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'Budget 2015 needs to give struggling families the peace and security they're entitled to'

An alliance of charities are calling for cuts to be reversed before tax breaks are introduced.

Image: wheelchair via S

A GROUP OF charities made a joint call yesterday for funding to services to be restored before any tax cuts are introduced in Budget 2015.

They have put forward a number of case studies to demonstrate just how much pressure some families are under.

One of these is Jane and Eamon, who live in Co Westmeath with two young children.

Their situation has changed dramatically in recent years after Jane was diagnosed with multiple sclerosis.

“As well as learning to live with the physical, mental and emotional symptoms of her condition, the extra expenses are bearing a significant impact on their family life,” the Disability Federation said.

Almost half of their monthly disposable income is spent on costs incurred through disability alone.

This breaks down as follows:

  • Childcare costs per month – €800
  • Medication and equipment – €160
  • Physiotherapy – €360 (four weekly sessions at €60 each)
  • Heating – €120
  • Total – €1,440

Other costs range from home alterations, an electric wheelchair, specialised mattresses, continence products, childcare costs.

“The financial pressure brought about by these and the many other costs induces further stress for Jane and Eamon, who, as a result, cannot socialise or enjoy leisure activities with their children as they would like.”

Budget 2015 must invest in families like Jane and Eamon’s, protecting the services and supports which enable them to live with the security and independence they are entitled to.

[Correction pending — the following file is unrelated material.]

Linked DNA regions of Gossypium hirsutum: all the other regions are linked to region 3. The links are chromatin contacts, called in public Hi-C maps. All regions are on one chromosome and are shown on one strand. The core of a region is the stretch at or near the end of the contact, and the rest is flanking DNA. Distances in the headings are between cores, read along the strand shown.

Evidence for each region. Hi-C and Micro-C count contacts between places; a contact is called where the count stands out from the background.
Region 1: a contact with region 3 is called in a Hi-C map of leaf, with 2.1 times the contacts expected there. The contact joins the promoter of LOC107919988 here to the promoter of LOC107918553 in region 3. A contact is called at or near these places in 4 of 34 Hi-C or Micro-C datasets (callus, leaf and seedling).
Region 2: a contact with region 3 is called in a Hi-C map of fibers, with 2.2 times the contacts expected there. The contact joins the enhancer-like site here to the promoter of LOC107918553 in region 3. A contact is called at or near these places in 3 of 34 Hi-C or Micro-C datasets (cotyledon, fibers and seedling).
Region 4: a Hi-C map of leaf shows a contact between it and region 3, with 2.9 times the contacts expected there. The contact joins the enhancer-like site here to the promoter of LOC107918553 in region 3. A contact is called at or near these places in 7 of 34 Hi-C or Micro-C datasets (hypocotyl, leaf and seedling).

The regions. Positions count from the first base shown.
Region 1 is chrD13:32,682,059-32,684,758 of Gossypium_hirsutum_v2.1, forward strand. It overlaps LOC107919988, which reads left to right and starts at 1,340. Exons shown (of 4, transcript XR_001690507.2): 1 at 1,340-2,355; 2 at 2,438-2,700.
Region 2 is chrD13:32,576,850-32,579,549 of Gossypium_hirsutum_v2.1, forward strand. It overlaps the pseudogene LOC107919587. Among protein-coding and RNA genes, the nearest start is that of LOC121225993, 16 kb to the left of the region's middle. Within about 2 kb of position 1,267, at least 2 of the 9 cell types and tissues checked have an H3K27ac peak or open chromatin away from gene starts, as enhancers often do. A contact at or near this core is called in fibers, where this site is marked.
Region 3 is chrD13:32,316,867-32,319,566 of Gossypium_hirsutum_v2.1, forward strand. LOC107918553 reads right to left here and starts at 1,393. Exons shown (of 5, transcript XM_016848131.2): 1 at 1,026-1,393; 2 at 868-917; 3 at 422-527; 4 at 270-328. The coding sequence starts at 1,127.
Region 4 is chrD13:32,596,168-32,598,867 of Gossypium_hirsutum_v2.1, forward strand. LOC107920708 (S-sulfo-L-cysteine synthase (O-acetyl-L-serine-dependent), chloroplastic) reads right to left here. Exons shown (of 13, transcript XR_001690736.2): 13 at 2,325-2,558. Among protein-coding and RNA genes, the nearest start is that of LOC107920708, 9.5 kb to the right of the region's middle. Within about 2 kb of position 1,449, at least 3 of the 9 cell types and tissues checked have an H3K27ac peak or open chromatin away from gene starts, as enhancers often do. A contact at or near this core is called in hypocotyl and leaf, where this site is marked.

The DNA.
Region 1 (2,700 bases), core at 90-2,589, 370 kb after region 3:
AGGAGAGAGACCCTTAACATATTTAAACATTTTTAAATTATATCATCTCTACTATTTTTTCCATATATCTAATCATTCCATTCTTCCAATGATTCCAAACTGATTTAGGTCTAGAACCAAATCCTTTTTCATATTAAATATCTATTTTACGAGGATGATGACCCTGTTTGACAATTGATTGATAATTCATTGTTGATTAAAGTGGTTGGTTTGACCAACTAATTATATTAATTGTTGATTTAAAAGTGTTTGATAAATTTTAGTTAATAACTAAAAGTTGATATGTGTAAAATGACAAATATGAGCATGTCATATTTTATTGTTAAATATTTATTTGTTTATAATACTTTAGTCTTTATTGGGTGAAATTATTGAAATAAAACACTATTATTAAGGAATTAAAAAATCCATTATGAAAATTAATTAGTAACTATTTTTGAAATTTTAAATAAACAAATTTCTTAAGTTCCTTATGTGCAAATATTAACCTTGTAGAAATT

Another case study from the Care Alliance details how a small increase in the respite care grant could relieve some pressure on its members.

Nuala cares for her mother who has Huntingtons Disease. This is a hereditary neurological disorder that causes brain cell degeneration.

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The symptoms are wide-ranging, affecting areas such speech, movement, decision making, mental felixbility, temper control, and more.

Nuala said that since the respite care grant cut, things have become more difficult for her.

“Since the grant was reduced my life as a carer has got harder, having to work out every cent,” she said.

I’m not asking for the grant to go up massively, but even if it went up to €1500 [from €1375] it would really take the pressure off.

She said the money is used not just for respite care, which her mother receives four days a week every two months, but also day-to-day living costs such as medication – something else which they’ve had to cut down on.

Six charities yesterday called on the government to implement a cross-departmental strategy to return funding to them, warning that the “social fabric” of Ireland was in danger.

Read: Charities don’t want to see tax cuts in the Budget >

About the author:

Nicky Ryan

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